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Bending Plywood

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Forum topic by DMC1903 posted 226 days ago 1009 views 0 times favorited 16 replies Add to Favorites Watch
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DMC1903

186 posts in 960 days


226 days ago

Just a question for all the LJ’s, I was recently asked to construct a small pet bed that is made of 2 pc’s of bend plywood. Since bending plywood is a little foreign, I’m not sure where to start.

Our hardwood suppliers has various types of bending plywood and veneers, so getting materials is not a problem.
Any suggestions or direction’s to blogs or helpful information would be appreciated
Thanks


16 replies so far

View JAAune's profile

JAAune

775 posts in 950 days


#1 posted 226 days ago

Always cross laminate the various layers. So don’t glue veneer on the bending ply with the grain going in the same direction. Doing so will result in a thick layer of wood that is prone to checking after the project is finished.

Expect the bending ply to soak up a lot more glue than a typical veneer glue up.

The easiest way to glue up curved parts with bending ply is with a vacuum bag but that’s not a necessity.

-- See my work at http://remmertstudios.com and http://altaredesign.com

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Loren

7431 posts in 2281 days


#2 posted 226 days ago

I don’t recommend getting into this sort of thing
unless you’re genuinely curious. It’s unlikely to
be a profitable one-off, time-wise.

You can get bending ply in 3/8” thickness and in
something like 1/8”. The 3/8” doesn’t have as
nice appearance on the edge but it is easy to
worth with.

-- http://lawoodworking.com

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DMC1903

186 posts in 960 days


#3 posted 225 days ago

Thanks for the suggestions!

View dhazelton's profile

dhazelton

1173 posts in 929 days


#4 posted 225 days ago

Trying to make that is not going to be a win win. I’d pass.

View Earlextech's profile

Earlextech

962 posts in 1323 days


#5 posted 225 days ago

Wow! 50% of you would bail on this challenge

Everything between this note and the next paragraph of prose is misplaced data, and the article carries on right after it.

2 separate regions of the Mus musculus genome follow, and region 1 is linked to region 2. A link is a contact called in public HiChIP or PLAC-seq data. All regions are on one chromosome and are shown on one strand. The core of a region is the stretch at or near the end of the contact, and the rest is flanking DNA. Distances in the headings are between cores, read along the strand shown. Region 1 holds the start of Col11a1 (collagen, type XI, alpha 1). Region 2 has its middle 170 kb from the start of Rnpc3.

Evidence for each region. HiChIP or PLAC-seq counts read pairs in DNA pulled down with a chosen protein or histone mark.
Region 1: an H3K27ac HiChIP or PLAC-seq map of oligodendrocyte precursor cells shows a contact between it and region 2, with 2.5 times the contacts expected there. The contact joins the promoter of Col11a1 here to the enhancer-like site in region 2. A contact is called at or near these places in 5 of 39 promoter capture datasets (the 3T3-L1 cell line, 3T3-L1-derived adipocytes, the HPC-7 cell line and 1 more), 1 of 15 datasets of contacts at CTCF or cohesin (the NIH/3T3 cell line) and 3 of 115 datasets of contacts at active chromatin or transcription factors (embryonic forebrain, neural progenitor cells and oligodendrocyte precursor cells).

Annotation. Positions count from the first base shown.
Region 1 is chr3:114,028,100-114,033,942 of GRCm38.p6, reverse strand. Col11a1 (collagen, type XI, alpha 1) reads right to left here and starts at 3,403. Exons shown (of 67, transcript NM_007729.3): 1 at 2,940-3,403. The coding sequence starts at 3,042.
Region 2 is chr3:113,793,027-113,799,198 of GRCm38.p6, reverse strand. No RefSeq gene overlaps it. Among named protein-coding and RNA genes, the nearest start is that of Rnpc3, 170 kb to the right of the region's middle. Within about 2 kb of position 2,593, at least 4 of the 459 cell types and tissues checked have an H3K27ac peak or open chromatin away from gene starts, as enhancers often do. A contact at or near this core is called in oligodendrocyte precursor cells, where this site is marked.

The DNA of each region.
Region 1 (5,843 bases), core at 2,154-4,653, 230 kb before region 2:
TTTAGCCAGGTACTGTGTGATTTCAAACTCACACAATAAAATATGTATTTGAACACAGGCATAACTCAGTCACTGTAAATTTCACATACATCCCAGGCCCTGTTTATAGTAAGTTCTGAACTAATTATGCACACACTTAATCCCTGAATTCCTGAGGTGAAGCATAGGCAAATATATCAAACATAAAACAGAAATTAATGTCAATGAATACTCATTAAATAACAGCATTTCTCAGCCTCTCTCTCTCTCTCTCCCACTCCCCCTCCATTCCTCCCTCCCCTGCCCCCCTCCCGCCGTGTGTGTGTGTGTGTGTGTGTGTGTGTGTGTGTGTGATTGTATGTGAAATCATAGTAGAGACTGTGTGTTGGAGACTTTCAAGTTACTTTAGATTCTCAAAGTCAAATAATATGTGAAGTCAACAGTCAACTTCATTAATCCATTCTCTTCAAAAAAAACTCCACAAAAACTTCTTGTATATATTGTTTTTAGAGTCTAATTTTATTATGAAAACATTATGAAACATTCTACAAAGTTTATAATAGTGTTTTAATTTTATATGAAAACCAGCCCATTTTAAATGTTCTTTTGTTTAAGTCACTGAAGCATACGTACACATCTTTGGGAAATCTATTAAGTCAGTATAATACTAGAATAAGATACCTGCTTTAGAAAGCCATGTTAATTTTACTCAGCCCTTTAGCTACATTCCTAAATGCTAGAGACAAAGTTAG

How do you expect to expand your abilities? Always say “Yes!”
DMC – is this a paying gig? or something for someone you won’t charge a profit from?
Either way, don’t be afraid of it. Embrace it! Do it! Expand your horizons!

-- Sam Hamory - The project is never finished until its "finished"!

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casual1carpenter

353 posts in 1108 days


#6 posted 225 days ago

Ok, I understand that wiggle board / bending plywood bends but I would question how one would lock the bend to retain the shape? The piece pictured appears to be veneered as a piece shaped over a form.

View JAAune's profile

JAAune

775 posts in 950 days


#7 posted 225 days ago

The panel is locked into position by putting layers of veneer between the bending ply and gluing the entire sandwich together with a rigid glue while it is in the desired position. This is most often done with a vacuum bag either with the form inside the bag or outside.

Take Earlextech’s advice. You’ll lose your shirt in time and expense doing this project but afterwards, you’ll have a skill that few others possess that will sell your work and raise its value. Vacuum bagging with bending ply is easy and once you get good at building the forms you’ll be able to make money with this technique.

If you save and label your forms you can make even better profits if you can sell repeat work.

You’ll also want to use proper veneering adhesives for this job. I’ve used either Unibond 800 or Unibond 1. I prefer the Unibond 1 if I can get away with it since it’s cheaper, non-toxic and requires no mixing. It’s not as strong though and doesn’t have the longer open time.

-- See my work at http://remmertstudios.com and http://altaredesign.com

View mds2's profile

mds2

238 posts in 577 days